By Wayne Harada
With a third season starting next fall for “Hawaii Five-0,” the Honolulu-based CBS series, the show’s writers need only check recent news developments for storyline inspiration.
Let’s say it up front: Enough of oblique Sherlburne arcs, return of dead ex-regulars, infrequent and gratuitous comebacks of ex-spouses or new ones, creation of new back stories for the crime-fighting four.
“Five-0” oughtta do what “Law and Order” and its family of spin-off sister series have been doing for years: raid actual headline events, change names to protect the innocent to dodge charges of copy-catting. These factoids may be worked into the usual template of car chases, copter aerials, staff crime-solving along with the customary McGarrett-Danno bickering.
An incident from real life is as good an idea as a fabricated one. Maybe better. Especially since there have been some rather preposterous fiction in this second season scripting — like the notion of taking a chopper to Korea from Honolulu, trying to hitch a ride with the governor, etc.
It’s no secret that our home-grown procedural drama has been struggling to concoct interesting, valid, and relevant yarns in the weekly episodes. The lack of ingenuity is somewhat reflected in the diminishing viewership during this sophomore season. On a related note, there been an increasing scarcity of accolades or nominations in the Emmy Awards (OK, the Golden Globes nominated Scott Caan in the freshman season) and media attention outside of Hawaii that can also reflect a p.r. problem. “Five-0” is not “The Voice,” “Glee,” or “Mad Men,” which receives mucho attention, and admit it or not, it should start emulating the kind of wholeness and marketability of the No. 1 TV drama, “NCIS.”
Guest stars are great (thanks, Ed Asner, James Caan), but the process begins with the scripts.
For a start-up list, I offer five recent events in the community that have caught everyone’s attention and could reappear with some tweaking and invention in future episodes. Certainly, this would provide McGarrett and McTeam with some fascinating fodder.
1 — The six severed fingers of a child, or children, found in a plastic bag in an apartment complex dumpster. Doesn’t have to be the actual site, and the fingers could be subbed by toes, but the notion of found digits and unfound owners, lends itself to some creative sleuthing.
2 — A new theory about a new search for the missing aviatrix Amelia Earheart, who crossed our ports way back when, could even be an inventive “concept” piece, flashing back to time, even filmed in black and white. If “The Artist” can win Best Picture with an old-fashioned gimmick (McG might even tap dance, who knows?), why can’t “Five-0” collect an Emmy? Work in the Wright Brothers; the Pan Am clipper; heck, even the first Hawaiian Airlines airplane. And since the show adores heritage and history, make Wo Fat’s great-great grandpa some kind of villain in the process.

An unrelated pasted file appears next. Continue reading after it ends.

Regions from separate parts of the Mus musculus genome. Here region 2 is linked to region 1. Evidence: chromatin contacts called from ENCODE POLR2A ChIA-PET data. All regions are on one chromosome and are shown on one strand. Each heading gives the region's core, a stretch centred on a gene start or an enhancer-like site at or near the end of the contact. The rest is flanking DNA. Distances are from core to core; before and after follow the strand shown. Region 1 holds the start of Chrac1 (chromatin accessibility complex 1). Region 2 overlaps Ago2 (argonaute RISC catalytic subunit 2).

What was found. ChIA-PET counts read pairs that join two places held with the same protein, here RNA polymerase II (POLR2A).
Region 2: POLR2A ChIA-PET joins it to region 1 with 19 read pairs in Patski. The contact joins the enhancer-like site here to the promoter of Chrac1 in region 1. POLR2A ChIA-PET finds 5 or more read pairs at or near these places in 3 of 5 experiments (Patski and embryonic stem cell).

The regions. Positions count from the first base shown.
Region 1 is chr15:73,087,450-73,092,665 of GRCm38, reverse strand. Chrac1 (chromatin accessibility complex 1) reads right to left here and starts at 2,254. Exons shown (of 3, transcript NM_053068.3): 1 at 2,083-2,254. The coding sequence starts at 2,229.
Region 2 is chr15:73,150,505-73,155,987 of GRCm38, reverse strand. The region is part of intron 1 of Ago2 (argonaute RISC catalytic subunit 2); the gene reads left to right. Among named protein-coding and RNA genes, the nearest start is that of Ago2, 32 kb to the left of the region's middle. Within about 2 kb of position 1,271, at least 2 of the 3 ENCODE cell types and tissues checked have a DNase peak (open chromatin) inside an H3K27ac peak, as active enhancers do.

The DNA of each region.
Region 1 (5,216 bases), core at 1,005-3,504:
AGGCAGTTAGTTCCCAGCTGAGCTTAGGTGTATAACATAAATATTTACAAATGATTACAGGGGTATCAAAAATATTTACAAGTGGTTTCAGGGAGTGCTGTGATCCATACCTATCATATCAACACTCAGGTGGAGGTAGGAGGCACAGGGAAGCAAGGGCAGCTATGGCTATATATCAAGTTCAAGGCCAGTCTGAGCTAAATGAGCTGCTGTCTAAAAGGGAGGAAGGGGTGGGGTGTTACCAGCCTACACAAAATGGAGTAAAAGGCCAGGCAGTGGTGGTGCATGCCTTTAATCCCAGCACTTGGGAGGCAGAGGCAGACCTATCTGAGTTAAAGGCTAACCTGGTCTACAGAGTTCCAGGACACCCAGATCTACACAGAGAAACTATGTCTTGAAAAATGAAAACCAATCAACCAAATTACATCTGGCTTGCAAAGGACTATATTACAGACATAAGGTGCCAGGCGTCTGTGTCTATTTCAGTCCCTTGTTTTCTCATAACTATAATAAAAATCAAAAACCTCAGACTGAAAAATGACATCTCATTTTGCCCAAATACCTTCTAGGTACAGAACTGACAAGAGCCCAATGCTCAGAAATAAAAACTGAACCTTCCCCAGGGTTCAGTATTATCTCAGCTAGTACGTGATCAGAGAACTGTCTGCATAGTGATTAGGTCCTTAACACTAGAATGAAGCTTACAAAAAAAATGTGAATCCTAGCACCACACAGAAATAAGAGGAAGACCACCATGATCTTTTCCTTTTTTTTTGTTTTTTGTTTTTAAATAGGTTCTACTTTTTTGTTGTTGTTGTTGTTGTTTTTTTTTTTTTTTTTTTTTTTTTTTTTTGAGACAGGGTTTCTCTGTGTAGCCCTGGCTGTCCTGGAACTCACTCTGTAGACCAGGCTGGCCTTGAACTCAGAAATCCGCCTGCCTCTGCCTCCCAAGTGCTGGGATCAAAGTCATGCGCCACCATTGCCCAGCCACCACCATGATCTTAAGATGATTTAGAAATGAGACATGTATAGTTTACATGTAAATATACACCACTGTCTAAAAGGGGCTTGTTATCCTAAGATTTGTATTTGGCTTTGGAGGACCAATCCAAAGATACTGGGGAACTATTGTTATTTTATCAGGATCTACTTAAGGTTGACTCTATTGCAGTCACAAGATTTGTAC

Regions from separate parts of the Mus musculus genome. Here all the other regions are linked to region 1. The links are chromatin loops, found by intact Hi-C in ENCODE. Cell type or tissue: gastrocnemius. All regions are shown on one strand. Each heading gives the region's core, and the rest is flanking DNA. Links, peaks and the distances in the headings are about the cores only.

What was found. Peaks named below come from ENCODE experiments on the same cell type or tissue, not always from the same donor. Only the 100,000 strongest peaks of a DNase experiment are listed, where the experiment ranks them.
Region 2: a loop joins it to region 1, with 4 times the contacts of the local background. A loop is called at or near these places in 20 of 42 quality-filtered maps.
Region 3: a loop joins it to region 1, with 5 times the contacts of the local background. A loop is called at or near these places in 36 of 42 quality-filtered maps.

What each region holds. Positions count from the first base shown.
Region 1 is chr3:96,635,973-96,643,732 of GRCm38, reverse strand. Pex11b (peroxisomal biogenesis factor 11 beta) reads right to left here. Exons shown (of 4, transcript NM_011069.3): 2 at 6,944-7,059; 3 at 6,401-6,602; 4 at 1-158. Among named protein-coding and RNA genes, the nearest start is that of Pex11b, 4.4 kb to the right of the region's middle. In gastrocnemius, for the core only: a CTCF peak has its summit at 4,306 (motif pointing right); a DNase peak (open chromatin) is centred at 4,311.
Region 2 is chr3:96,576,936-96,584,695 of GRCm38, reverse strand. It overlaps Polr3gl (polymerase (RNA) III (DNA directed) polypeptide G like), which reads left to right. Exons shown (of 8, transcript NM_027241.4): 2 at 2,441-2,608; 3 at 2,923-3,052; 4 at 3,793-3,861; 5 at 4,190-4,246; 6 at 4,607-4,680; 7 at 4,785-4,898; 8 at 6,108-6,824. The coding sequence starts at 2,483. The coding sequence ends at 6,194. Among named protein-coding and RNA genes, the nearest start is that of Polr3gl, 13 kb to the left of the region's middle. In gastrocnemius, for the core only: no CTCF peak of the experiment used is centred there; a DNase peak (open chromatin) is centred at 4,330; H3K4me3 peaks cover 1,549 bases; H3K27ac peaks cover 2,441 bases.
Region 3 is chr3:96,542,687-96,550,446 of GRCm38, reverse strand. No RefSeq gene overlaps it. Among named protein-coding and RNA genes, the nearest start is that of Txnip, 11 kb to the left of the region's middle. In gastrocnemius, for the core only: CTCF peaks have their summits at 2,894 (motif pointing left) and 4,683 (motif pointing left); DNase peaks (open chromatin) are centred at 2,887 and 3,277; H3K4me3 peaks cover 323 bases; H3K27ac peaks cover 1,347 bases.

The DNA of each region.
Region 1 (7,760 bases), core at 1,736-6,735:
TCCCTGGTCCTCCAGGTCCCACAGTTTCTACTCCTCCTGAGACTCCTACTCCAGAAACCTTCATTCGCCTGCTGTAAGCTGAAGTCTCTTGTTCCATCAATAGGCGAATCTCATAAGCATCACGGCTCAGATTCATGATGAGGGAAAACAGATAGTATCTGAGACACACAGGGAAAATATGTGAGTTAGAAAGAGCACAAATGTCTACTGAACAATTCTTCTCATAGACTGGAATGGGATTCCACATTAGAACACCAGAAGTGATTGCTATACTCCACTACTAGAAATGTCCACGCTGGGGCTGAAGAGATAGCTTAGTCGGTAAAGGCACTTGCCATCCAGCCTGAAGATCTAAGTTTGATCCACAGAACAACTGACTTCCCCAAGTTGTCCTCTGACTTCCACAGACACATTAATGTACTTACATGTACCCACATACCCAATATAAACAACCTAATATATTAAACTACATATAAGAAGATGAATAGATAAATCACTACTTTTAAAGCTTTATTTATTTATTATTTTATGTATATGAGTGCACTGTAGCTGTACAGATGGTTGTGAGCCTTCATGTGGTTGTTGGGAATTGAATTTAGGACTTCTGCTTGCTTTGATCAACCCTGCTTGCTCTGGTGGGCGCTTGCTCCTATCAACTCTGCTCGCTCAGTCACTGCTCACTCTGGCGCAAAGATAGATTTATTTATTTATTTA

3 — Three victims — two adults and one child — have been diagnosed as having flesh-eating disease. OK, swap the victims to three schools — one public, one private, one home school — and have team sort out the mystery with a teleplay that engages the state health department, food inspectors, hospital administrator, fast food restaurants, the vector folks, among others, to resolve a very complex and confusing situation. Since the show relies on a crime, work one in. How? Why? What’s the RX?
4 — One student is discovered to have tuberculosis, potentially contaminating fellow pupils on two college campuses. Alter the facts a bit and make it two TB victims, coming to Hawaii via separate flights — one domestic, one international — and imagine the concerns and conflicts. McG and Company could have enormous power, with global implications — shutting down the airports, damaging Hawaiian Airlines’ pretty darn perfect record of being the carrier with the fewest timetable delays, getting the governor to paddle his canoe, finally.
5 — Rainstorms yield a lot of crap (literal and otherwise) on our shores, including medical paraphernalia improperly disposed ... into streams and gutters and hence, the beachfronts. Also found: $3 million of gold, in waterproof vessels, that someone intended to cash in with the Gold Guys, but their home is washed away, along with the valuable loot. McG discovers that the gold was stolen from a bank that was embarrassed to reveal the loss. The trail down to the Diamond Head shores crumbles, revealing a skull from yesteryear. A cold case suddenly gets hot.
Sure, sounds silly — but no worse than some of the tales being aired.
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